KUWAIT'S ruling al Sabah family was notably generous with its political promises after it was driven into exile last August by Iraq's invasion. The assurances were virtually non-stop that the emir and other top leaders would assure that post-liberation Kuwait could look forward to a new political order based on more representative government.
Now, after the tremendously costly U.N.-led intervention to free Kuwait from the invading Iraqis, that pledge so far remains unredeemed.
Now the emir says merely that new parliamentary elections are indeed planned, but not for another 16 months. Why the long delay?
Opposition figures fear, with good reason, that it is to give the al Sabahs more time to intensify their control. That's exactly the kind of political process the leaders of Iraq prefer, no?
Kuwait for a brief period had the Persian Gulf's freest Parliament. But that experiment ended abruptly in 1986 when the emir began to fear that some legislators were becoming too independent. The current National Council is essentially a rubber-stamp for the al Sabahs. When it meets on July 19 for the first time since the invasion it's expected to set the conditions for the October 1992 voting, including a possible expansion of suffrage. That in itself is a good idea. Under current rules, only about 10 percent of Kuwait's population -- none women -- may vote.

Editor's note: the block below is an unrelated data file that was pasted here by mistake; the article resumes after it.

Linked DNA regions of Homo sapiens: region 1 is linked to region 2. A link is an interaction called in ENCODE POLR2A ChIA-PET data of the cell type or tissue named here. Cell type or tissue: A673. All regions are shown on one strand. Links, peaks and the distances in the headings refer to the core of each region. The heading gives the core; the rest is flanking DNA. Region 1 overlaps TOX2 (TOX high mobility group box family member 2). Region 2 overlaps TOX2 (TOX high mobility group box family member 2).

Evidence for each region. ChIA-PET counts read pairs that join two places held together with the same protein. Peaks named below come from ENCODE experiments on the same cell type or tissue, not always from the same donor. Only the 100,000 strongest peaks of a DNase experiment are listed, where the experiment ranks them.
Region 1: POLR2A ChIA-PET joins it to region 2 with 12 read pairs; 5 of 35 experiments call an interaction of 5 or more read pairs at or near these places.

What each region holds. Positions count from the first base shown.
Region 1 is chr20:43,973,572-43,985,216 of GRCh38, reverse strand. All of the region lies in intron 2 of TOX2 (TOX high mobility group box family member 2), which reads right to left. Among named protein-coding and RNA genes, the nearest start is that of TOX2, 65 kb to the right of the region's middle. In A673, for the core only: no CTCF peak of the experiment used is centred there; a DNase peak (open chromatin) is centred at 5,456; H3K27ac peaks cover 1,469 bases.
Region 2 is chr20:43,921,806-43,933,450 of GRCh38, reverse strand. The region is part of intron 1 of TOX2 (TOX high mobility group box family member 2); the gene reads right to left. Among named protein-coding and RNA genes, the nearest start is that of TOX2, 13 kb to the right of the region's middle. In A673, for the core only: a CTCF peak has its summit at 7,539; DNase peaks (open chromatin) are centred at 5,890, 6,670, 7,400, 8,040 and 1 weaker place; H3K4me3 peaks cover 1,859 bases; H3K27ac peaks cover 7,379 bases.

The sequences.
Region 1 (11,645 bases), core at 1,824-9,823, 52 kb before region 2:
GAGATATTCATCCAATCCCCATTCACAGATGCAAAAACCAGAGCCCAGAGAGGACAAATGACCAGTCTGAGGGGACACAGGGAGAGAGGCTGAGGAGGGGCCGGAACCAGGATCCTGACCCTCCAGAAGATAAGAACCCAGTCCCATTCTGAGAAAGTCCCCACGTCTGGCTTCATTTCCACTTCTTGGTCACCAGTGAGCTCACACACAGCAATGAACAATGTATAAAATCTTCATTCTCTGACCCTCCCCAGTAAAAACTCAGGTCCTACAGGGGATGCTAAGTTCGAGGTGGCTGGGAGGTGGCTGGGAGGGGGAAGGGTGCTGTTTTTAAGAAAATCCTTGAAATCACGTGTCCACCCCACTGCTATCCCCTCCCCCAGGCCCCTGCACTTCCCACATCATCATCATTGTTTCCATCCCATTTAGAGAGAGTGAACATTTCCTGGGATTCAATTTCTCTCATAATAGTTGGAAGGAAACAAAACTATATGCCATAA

Ideally, of course, the whole region ought to enjoy more representative government. But, for several reasons, Kuwait is a good place to begin: Its ruling family, when in distress and needing support from the democracies, solemnly indicated it was inclined toward greater power sharing.
But if Kuwait's al Sabah family is not capable of doing what's best for the country, Washington has an obligation to help it see the light. After all that was risked, and accomplished, in the Persian Gulf, the American public will want to know why the Kuwaitis can't create a significantly better political order than the one that was expelled by force of arms.
The issue is also one that should concern the United Nations. After all, it was collective military action that defeated the Iraqis. Would it now be inappropriate for collective moral action to take on the forces of political darkness in Kuwait?